Exposing seafood industry’s junk science?

New Jersey Sierra Club Jeff Tittel exposes how much he doesn’t know — and apparently doesn’t care to know — about mercury in seafood.

Below is Tittel’s commentary. We’ve highlighted some of his absurdities. Bottomline: U.S. coal plants emit very little mercury (0.5% of global emissions or less) and there is no evidence that anyone has ever been harmed by either those emissions or typical ambient levels of mercury in the environment or fish regardless of source.

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Exposing seafood industry’s junk science
By Jeff Tittel | Posted: Monday, January 30, 2012 12:45 am

It seems the seafood industry’s front groups are more concerned about attacking environmental groups, public health groups, scientists and government agencies than actually doing something to make its products safer and healthier.

Saying there is no connection between coal and methyl mercury in seafood is the same as the climate deniers saying there is no such thing as global warming.
This is the same junk science that goes along with denying climate change and gravity, which both are paid for by the industry.

Mercury does occur naturally in the environment, and so does uranium, both equally harmful to our environment and health. However, what is found in seafood is methyl mercury, and that mostly comes from coal.

According to the U.S. Environmental Protection Agency’s mercury report, “Coal power plants are the largest single source for emitting mercury into the environment.” If we did not burn coal and other industrial sources, methyl mercury would not be getting into our water, into the fish, and eventually into us.

Mercury is naturally occurring, but by burning coal from power plants and other industrial sources, the mercury gets deposited into our streams and rivers. This mercury, when it gets into our waterways, then becomes methyl mercury, which gets absorbed by small plants and continues up the food chain.

When they say it is natural, it is because larger fish like tuna are eating smaller fish, which they say is natural. The smaller fish obtained the mercury from plankton, which absorbed it from the deposits of mercury that came from the atmosphere, which came from power plants.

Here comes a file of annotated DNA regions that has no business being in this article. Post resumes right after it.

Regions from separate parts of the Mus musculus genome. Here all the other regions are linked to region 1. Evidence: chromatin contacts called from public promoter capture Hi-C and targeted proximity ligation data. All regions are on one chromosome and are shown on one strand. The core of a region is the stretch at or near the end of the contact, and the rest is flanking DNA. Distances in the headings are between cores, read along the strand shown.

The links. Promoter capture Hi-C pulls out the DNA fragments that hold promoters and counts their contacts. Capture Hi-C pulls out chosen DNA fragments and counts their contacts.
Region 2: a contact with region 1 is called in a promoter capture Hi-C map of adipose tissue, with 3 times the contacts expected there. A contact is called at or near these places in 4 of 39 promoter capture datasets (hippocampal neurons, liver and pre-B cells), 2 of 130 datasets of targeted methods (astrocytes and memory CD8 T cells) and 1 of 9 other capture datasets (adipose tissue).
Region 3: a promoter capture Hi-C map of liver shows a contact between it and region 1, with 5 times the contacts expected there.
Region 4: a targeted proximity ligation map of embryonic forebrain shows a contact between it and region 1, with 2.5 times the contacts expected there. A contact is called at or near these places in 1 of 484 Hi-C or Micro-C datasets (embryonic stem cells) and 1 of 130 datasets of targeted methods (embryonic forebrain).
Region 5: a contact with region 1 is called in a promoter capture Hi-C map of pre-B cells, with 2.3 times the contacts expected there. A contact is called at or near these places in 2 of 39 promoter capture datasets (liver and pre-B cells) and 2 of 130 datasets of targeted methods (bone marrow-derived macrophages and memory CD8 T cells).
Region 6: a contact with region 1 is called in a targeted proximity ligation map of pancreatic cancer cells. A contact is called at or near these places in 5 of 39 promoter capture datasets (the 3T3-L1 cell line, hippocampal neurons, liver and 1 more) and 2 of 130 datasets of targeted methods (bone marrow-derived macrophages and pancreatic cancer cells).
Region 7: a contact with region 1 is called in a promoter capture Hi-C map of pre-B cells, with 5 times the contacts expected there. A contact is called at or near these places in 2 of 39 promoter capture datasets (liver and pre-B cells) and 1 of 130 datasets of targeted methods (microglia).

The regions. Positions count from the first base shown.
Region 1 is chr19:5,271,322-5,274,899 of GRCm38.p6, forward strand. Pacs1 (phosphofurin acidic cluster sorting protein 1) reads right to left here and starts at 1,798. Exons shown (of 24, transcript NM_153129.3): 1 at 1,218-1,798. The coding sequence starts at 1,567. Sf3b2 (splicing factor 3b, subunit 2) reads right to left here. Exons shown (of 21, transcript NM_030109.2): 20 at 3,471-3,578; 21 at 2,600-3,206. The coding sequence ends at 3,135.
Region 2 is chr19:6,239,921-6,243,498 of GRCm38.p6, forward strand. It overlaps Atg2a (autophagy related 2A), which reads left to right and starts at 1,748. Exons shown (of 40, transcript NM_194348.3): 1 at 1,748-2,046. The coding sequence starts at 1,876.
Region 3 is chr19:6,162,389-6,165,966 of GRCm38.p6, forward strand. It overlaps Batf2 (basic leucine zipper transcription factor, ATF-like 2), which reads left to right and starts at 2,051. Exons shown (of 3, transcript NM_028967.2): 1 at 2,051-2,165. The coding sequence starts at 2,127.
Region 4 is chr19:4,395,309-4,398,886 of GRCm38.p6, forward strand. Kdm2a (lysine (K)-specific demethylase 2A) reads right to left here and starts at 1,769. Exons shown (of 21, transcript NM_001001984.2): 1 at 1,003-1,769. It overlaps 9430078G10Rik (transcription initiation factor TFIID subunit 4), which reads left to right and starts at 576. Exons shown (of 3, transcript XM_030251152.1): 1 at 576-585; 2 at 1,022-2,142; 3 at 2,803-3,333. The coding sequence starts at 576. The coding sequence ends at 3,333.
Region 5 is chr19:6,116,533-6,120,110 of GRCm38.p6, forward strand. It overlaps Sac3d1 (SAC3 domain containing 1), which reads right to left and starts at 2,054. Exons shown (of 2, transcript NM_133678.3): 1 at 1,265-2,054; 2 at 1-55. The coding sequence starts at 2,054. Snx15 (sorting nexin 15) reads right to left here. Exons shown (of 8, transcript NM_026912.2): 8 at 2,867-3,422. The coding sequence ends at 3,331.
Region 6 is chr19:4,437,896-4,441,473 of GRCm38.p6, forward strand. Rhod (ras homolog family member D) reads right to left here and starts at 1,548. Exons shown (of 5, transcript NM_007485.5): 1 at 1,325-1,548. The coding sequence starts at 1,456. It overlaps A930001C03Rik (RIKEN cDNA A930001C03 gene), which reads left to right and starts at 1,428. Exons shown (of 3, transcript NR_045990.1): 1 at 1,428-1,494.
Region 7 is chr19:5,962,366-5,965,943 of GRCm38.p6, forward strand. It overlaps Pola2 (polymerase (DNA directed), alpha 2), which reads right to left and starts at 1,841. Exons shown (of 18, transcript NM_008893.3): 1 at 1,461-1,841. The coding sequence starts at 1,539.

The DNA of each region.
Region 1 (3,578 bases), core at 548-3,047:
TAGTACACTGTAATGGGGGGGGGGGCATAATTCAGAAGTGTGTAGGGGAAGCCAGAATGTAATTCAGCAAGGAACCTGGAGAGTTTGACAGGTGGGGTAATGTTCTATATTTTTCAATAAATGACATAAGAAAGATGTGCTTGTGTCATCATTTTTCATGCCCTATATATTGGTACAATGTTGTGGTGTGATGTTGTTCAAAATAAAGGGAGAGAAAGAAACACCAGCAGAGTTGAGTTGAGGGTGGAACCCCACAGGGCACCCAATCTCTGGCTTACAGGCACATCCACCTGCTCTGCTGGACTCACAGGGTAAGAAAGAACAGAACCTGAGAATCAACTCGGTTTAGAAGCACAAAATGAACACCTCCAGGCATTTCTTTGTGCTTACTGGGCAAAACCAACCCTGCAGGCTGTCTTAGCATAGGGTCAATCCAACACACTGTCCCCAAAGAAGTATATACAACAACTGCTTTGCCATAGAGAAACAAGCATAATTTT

“We are talking about reducing the level of mercury in the fish that we and our kids eat every day,” the EPA’s Lisa Jackson said on the agency’s mercury rule.

Mercury not only bio-accumulates in fish, but also in us. That is why it causes health problems such as neurological disorders and birth defects. Every scientific expert not working for the fishing or coal industry sees the risk from industrial sources of power plants in the food supply, as does the EPA, which promulgated the mercury rules.

The EPA has advisories about eating too much tuna and other seafood. What I find most interesting is that the fishing industry does not support rules that would limit mercury in the environment, which would make us all safer.

Instead, it would rather lobby against the disclosure of mercury in our food. It would rather spin and give half-truths to newspapers than actually do something to help get mercury out of our environment by supporting the EPA rule.

Reports from the U.S. Department of Agriculture are for the need for protein from fish, not toxins. The dietary guidelines from the USDA are for the need to eat protein, not mercury.

There are many types of fish that have low-level mercury, for which the EPA, Sierra Club and other groups have given out charts and handouts showing which fish are safer to eat. Fish like tuna, swordfish and shark have higher levels, while salmon, shrimp and tilapia have lower levels of mercury.

All leading scientists from around the world, including Rutgers University, the American Medical Association, the Food and Drug Administration, and the EPA, have studied the dangers of mercury in seafood and shown the impacts it has on pregnant women.

According to the FDA: “Mercury falls from the air and can accumulate in streams and oceans, and is turned into methyl mercury in water. It is this type of mercury that can be harmful to babies and unborn children.”